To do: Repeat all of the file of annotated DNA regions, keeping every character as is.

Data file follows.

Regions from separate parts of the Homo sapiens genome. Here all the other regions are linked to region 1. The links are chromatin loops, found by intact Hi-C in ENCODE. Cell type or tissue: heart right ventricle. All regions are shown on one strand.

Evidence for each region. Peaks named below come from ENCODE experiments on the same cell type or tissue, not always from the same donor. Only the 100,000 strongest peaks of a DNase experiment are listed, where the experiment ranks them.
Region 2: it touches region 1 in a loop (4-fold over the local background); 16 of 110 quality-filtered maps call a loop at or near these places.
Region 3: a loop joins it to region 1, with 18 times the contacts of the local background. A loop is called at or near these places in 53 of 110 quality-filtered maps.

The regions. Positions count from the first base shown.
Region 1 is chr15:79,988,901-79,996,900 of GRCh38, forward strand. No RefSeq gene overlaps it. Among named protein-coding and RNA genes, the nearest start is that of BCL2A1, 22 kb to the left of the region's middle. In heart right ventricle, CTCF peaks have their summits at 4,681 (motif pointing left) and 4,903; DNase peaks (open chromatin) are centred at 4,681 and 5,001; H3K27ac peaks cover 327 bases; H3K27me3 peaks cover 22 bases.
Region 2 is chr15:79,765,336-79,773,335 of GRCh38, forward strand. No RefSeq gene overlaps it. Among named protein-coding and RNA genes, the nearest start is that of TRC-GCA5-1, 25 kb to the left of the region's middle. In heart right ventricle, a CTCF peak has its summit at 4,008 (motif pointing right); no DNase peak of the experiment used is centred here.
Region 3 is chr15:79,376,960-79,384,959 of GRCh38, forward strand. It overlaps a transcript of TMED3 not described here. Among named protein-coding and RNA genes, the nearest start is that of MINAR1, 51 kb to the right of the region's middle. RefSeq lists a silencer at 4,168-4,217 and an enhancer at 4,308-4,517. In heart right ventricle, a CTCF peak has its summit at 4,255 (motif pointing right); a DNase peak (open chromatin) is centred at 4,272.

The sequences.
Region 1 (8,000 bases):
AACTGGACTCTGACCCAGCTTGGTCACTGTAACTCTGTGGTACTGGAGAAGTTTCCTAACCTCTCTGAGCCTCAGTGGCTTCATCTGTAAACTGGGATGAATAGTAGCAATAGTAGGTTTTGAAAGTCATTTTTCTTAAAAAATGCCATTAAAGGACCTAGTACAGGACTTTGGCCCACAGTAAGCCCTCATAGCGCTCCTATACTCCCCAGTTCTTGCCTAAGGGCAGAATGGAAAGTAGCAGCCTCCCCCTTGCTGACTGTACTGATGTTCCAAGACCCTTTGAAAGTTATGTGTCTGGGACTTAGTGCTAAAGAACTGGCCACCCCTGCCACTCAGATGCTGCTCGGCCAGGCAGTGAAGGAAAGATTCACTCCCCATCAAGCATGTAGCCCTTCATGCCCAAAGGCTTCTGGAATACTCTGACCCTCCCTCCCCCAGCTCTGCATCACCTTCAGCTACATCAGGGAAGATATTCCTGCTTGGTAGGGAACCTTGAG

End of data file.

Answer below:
Regions from separate parts of the Homo sapiens genome. Here all the other regions are linked to region 1. The links are chromatin loops, found by intact Hi-C in ENCODE. Cell type or tissue: heart right ventricle. All regions are shown on one strand.

Evidence for each region. Peaks named below come from ENCODE experiments on the same cell type or tissue, not always from the same donor. Only the 100,000 strongest peaks of a DNase experiment are listed, where the experiment ranks them.
Region 2: it touches region 1 in a loop (4-fold over the local background); 16 of 110 quality-filtered maps call a loop at or near these places.
Region 3: a loop joins it to region 1, with 18 times the contacts of the local background. A loop is called at or near these places in 53 of 110 quality-filtered maps.

The regions. Positions count from the first base shown.
Region 1 is chr15:79,988,901-79,996,900 of GRCh38, forward strand. No RefSeq gene overlaps it. Among named protein-coding and RNA genes, the nearest start is that of BCL2A1, 22 kb to the left of the region's middle. In heart right ventricle, CTCF peaks have their summits at 4,681 (motif pointing left) and 4,903; DNase peaks (open chromatin) are centred at 4,681 and 5,001; H3K27ac peaks cover 327 bases; H3K27me3 peaks cover 22 bases.
Region 2 is chr15:79,765,336-79,773,335 of GRCh38, forward strand. No RefSeq gene overlaps it. Among named protein-coding and RNA genes, the nearest start is that of TRC-GCA5-1, 25 kb to the left of the region's middle. In heart right ventricle, a CTCF peak has its summit at 4,008 (motif pointing right); no DNase peak of the experiment used is centred here.
Region 3 is chr15:79,376,960-79,384,959 of GRCh38, forward strand. It overlaps a transcript of TMED3 not described here. Among named protein-coding and RNA genes, the nearest start is that of MINAR1, 51 kb to the right of the region's middle. RefSeq lists a silencer at 4,168-4,217 and an enhancer at 4,308-4,517. In heart right ventricle, a CTCF peak has its summit at 4,255 (motif pointing right); a DNase peak (open chromatin) is centred at 4,272.

The sequences.
Region 1 (8,000 bases):
AACTGGACTCTGACCCAGCTTGGTCACTGTAACTCTGTGGTACTGGAGAAGTTTCCTAACCTCTCTGAGCCTCAGTGGCTTCATCTGTAAACTGGGATGAATAGTAGCAATAGTAGGTTTTGAAAGTCATTTTTCTTAAAAAATGCCATTAAAGGACCTAGTACAGGACTTTGGCCCACAGTAAGCCCTCATAGCGCTCCTATACTCCCCAGTTCTTGCCTAAGGGCAGAATGGAAAGTAGCAGCCTCCCCCTTGCTGACTGTACTGATGTTCCAAGACCCTTTGAAAGTTATGTGTCTGGGACTTAGTGCTAAAGAACTGGCCACCCCTGCCACTCAGATGCTGCTCGGCCAGGCAGTGAAGGAAAGATTCACTCCCCATCAAGCATGTAGCCCTTCATGCCCAAAGGCTTCTGGAATACTCTGACCCTCCCTCCCCCAGCTCTGCATCACCTTCAGCTACATCAGGGAAGATATTCCTGCTTGGTAGGGAACCTTGAG